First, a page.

Tainted Probiotic Killed Newborn, Family Claims

     NEW HAVEN, Conn. (CN) – A premature baby died from fungus-contaminated probiotic powder that he was given in the hospital, his estate claims in court.
     “It’s a sad set of circumstances that this child had to lose his life,” attorney John Naizby said in an interview.
     Naizby represents the estate of Calvin Jimmy Lee-White, who developed sepsis and died at just 8 days old on Oct. 11, 2014.
     Staff at Yale-New Haven Hospital where the baby was born “repeatedly poisoned” him with a fungus-contaminated batch of the dietary supplement ABC Dophilus Powder, according to the complaint filed Friday in superior court.
     Lee-White’s estate says pharmaceutical company Solgar Inc. had marketed the powder as a “selective blend of beneficial friendly bacteria,” designed to help maintain a healthy balance within a baby’s intestines.
     When the parents saw their son develop bulges in his stomach after taking the powder, medical personnel brushed off reaction to being born premature, according to the complaint.
     They say the hospital knew “that probiotics such as ABC Dophilus Powder have the potential to cause sepsis in the immune-weakened population such as premature infants like Calvin Jimmy Lee-White.”
     Lee-White’s family allegedly never received any warning “of the considerable uncertainty surrounding the use of probiotics prior to giving the decedent the probiotic.”
     They say the hospital also knew that that the antibiotics that the baby was taking “could negate any possible positive effect created by being on the probiotic.”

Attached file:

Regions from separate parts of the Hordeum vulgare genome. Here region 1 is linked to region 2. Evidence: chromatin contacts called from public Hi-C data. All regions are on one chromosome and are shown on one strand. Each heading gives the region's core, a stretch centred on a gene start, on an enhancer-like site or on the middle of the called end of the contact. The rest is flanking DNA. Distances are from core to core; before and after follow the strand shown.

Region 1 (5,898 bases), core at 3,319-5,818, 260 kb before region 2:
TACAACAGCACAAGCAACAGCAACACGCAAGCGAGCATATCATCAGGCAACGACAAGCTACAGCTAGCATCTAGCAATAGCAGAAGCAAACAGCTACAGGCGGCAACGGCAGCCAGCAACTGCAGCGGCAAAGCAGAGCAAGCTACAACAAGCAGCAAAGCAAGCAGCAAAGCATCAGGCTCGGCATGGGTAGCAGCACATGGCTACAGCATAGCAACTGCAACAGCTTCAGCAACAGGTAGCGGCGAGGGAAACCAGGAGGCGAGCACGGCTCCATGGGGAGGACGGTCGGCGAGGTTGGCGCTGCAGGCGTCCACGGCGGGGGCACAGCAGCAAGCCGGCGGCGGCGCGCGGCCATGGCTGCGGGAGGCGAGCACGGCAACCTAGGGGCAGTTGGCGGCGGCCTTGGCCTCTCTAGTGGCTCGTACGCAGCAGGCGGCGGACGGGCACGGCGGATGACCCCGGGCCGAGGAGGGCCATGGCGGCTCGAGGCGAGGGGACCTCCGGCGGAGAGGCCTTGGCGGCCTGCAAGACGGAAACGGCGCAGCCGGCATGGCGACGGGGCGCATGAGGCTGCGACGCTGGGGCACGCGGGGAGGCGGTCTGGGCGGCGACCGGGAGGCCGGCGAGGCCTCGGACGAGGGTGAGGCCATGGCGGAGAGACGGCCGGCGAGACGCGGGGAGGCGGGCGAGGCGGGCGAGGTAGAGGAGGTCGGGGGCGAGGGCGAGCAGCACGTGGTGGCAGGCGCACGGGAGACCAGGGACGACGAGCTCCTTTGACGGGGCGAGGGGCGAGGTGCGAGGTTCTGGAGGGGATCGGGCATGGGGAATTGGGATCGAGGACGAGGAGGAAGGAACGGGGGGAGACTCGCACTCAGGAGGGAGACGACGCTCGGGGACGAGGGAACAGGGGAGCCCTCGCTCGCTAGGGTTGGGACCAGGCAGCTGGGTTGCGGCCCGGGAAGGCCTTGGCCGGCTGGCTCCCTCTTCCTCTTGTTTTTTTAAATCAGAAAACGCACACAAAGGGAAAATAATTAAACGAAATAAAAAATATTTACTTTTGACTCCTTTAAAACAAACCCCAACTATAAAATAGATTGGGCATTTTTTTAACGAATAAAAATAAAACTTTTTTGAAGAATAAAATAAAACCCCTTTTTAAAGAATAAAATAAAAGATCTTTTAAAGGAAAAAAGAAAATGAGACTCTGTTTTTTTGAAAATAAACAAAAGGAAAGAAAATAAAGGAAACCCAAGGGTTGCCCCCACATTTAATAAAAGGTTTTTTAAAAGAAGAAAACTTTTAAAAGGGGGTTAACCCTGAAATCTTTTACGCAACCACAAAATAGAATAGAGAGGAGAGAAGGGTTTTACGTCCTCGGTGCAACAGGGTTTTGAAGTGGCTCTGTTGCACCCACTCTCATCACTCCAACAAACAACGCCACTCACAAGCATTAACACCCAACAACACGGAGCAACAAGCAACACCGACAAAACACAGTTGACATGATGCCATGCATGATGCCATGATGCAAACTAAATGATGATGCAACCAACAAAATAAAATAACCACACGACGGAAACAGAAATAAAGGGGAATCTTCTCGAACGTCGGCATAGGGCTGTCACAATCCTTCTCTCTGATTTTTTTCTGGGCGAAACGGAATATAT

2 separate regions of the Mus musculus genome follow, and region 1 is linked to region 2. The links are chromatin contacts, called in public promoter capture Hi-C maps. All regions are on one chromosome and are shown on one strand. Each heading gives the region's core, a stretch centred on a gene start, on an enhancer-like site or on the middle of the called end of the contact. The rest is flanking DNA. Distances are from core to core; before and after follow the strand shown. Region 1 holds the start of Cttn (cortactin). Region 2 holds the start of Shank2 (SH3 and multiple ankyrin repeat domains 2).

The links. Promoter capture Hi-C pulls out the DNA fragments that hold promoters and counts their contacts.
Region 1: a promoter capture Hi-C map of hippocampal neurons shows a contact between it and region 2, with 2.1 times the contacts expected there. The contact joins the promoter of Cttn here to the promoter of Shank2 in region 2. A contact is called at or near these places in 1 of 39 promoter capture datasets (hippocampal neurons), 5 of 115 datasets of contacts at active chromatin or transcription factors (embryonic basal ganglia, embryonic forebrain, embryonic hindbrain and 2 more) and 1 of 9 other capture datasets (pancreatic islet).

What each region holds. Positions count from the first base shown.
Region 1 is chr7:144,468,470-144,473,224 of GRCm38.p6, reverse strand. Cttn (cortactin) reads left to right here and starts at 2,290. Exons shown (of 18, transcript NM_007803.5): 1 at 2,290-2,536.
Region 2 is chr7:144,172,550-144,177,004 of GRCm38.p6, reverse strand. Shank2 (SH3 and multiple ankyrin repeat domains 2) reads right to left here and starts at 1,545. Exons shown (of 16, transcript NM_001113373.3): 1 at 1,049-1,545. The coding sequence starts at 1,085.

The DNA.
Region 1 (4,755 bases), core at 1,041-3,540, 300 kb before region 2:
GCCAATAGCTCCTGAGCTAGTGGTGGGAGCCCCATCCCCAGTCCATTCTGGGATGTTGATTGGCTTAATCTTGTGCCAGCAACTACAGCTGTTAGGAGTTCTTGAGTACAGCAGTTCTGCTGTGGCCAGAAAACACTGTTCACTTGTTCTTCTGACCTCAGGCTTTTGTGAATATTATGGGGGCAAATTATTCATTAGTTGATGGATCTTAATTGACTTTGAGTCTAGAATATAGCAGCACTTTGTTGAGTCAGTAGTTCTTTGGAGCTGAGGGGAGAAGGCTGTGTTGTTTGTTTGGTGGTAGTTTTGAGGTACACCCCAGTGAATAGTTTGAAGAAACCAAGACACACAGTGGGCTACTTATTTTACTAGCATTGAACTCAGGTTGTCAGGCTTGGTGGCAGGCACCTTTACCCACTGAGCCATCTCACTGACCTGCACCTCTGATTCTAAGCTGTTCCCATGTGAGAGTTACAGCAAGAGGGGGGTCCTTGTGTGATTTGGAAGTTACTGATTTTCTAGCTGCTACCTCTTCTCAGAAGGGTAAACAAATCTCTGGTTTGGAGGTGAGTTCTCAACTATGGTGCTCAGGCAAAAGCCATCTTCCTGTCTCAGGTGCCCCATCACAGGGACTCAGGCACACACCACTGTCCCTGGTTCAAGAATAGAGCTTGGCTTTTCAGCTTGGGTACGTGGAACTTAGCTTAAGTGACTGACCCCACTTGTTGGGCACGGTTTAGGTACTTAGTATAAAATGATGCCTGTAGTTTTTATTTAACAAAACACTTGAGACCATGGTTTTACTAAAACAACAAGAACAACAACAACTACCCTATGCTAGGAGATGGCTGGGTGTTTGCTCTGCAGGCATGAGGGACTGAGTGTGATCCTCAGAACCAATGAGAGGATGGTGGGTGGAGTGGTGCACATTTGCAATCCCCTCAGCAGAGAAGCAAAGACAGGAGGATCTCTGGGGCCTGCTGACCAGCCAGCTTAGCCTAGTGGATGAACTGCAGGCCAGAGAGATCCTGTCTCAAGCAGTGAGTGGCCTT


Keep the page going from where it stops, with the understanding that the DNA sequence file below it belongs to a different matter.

A month after the baby’s death, the U.S. Food and Drug Administration announced that Solgar was “voluntarily recalling ABC Dophilus Powder.”
     “Testing conducted by the Centers for Disease Control revealed the presence of Rhizopus oryzae in 1.75 oz (50 g) containers of Solgar ABC Dophilus Powder, which may cause Mucormycosis,” the FDA release states. “This is a rare infection that may cause health problems to consumers, particularly pre-mature infants/infants, children, and those with weakened immune systems.”
     The FDA’s release includes a “do not consume” recommendation and advises those who used the powder to report any adverse reactions.
     Though Leonia, N.J.-based Solgar and its Ronkonkoma, N.Y., parent company NBTY purportedly subjects their products to rigorous quality control and stringent testing, Lee-White’s estate says the companies allowed “the placement of dangerous products in a defective condition into the stream of commerce.”
     Attorney Naizby said it remains unclear how the fungus – which generally originates from rotting vegetables – got into the powder, but that it is likely it was introduced at the point of manufacturing or during packaging as unopened lots of the powder also included the fungus.
     A heavily redacted report by the FDA on the powder was one of the bases for the estate’s lawsuit, Naizby said, and is likely to reveal more details during the suit’s discovery phase.

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